From time to time I do a Clean Code Workshop for coworkers or customers. A large part of these workshops deals with legacy code. I always start with the Ugly Trivia Game by J. B. Rainsberger, which actually isn't by him, but I use his version anyway. While it is a great resource it gets boring after you have reviewed, tested, refactored, tested it some more and reviewed the tests and refactorings. Also: does it really look like the average legacy code we find in our projects? I don't think so. Real life legacy code has more dependencies and does more really stupid stuff. My favorite so far was a class that loaded stuff from the database in the constructor. Not fun.
Therefor I like to create a little code base for working with legacy code that is very realistic but still small enough so one can handle it in the setting of a workshop and it is actually really simple to do that:
First pick some class that is ugly. Big methods are great. Sometimes you come a cross classes that are super tangled with 2-5 other classes. Those are super awesome. Don't pick anything to large. A class with 5000 lines just create more work, not more learning opportunities.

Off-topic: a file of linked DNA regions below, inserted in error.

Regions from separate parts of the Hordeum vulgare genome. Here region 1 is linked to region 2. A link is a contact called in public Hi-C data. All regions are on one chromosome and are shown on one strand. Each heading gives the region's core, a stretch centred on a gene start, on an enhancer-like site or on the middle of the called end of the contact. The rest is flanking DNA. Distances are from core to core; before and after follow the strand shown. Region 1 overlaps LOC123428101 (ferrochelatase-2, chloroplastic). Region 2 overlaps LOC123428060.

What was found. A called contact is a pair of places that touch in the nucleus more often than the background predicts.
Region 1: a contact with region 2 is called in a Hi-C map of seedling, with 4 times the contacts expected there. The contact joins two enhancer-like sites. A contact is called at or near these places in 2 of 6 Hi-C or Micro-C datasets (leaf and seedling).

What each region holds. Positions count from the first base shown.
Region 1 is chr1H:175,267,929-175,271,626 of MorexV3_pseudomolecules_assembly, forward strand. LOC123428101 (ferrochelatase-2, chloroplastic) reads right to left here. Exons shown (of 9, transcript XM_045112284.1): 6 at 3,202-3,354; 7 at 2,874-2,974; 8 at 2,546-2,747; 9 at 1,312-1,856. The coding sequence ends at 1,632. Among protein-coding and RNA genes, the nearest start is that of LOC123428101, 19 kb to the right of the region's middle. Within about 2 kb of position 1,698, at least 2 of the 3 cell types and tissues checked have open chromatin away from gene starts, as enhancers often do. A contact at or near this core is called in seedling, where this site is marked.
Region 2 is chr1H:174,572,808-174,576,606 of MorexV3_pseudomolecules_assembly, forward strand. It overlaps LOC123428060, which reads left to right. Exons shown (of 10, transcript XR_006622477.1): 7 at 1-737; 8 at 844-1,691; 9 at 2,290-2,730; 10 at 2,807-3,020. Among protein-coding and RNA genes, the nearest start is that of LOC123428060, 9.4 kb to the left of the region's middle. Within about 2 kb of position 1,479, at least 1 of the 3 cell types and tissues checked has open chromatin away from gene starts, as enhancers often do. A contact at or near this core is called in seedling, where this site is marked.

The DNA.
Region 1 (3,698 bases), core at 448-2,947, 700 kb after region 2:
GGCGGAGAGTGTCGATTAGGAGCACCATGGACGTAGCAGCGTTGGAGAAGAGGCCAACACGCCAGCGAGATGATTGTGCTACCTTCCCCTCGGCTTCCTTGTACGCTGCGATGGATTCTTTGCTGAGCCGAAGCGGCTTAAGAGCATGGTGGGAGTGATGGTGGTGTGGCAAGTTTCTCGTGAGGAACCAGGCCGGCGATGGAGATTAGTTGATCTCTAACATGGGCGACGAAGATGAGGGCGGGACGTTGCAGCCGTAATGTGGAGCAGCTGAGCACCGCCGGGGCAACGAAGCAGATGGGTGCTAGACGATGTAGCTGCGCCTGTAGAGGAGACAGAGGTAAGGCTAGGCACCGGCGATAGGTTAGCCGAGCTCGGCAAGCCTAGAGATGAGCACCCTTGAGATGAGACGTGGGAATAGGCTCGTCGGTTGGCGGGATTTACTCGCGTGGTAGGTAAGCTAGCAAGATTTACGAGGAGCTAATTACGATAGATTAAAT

Second copy that class (or that small class cluster) in a new project. No dependencies, none of the other stuff it works with. Most likely it wont compile, we gonna fix that in the next step.
Third fix all the compile problems using one of the following approaches:
Just add simple libraries like logging or Apache commons to the project.
Create missing classes using your IDE, will all the right methods. If the methods look like getter and setter, actually make them getter and setter.
If the methods look more complicated just throw a SomethingTerribleIsHappeningHere exception.
This is really fast, works with 98% of all legacy code I came across so far and creates some mean challenges for working with legacy code.